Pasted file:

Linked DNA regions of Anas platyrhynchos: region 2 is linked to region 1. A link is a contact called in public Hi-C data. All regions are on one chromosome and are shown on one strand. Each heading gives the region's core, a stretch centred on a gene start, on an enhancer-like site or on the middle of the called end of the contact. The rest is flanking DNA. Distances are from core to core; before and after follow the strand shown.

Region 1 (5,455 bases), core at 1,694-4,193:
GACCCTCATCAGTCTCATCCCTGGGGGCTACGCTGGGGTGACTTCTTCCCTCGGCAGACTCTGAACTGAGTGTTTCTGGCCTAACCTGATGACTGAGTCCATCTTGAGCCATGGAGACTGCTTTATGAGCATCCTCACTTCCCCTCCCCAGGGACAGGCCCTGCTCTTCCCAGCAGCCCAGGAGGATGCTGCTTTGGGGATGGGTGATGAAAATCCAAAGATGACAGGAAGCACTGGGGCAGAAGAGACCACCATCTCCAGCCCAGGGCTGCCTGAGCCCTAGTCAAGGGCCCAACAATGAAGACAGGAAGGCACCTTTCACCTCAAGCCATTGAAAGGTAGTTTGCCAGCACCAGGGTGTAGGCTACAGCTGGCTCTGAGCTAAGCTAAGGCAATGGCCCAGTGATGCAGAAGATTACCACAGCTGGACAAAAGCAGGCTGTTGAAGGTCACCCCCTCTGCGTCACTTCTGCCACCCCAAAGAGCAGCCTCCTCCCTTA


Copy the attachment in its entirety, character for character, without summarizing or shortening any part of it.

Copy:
Linked DNA regions of Anas platyrhynchos: region 2 is linked to region 1. A link is a contact called in public Hi-C data. All regions are on one chromosome and are shown on one strand. Each heading gives the region's core, a stretch centred on a gene start, on an enhancer-like site or on the middle of the called end of the contact. The rest is flanking DNA. Distances are from core to core; before and after follow the strand shown.

Region 1 (5,455 bases), core at 1,694-4,193:
GACCCTCATCAGTCTCATCCCTGGGGGCTACGCTGGGGTGACTTCTTCCCTCGGCAGACTCTGAACTGAGTGTTTCTGGCCTAACCTGATGACTGAGTCCATCTTGAGCCATGGAGACTGCTTTATGAGCATCCTCACTTCCCCTCCCCAGGGACAGGCCCTGCTCTTCCCAGCAGCCCAGGAGGATGCTGCTTTGGGGATGGGTGATGAAAATCCAAAGATGACAGGAAGCACTGGGGCAGAAGAGACCACCATCTCCAGCCCAGGGCTGCCTGAGCCCTAGTCAAGGGCCCAACAATGAAGACAGGAAGGCACCTTTCACCTCAAGCCATTGAAAGGTAGTTTGCCAGCACCAGGGTGTAGGCTACAGCTGGCTCTGAGCTAAGCTAAGGCAATGGCCCAGTGATGCAGAAGATTACCACAGCTGGACAAAAGCAGGCTGTTGAAGGTCACCCCCTCTGCGTCACTTCTGCCACCCCAAAGAGCAGCCTCCTCCCTTA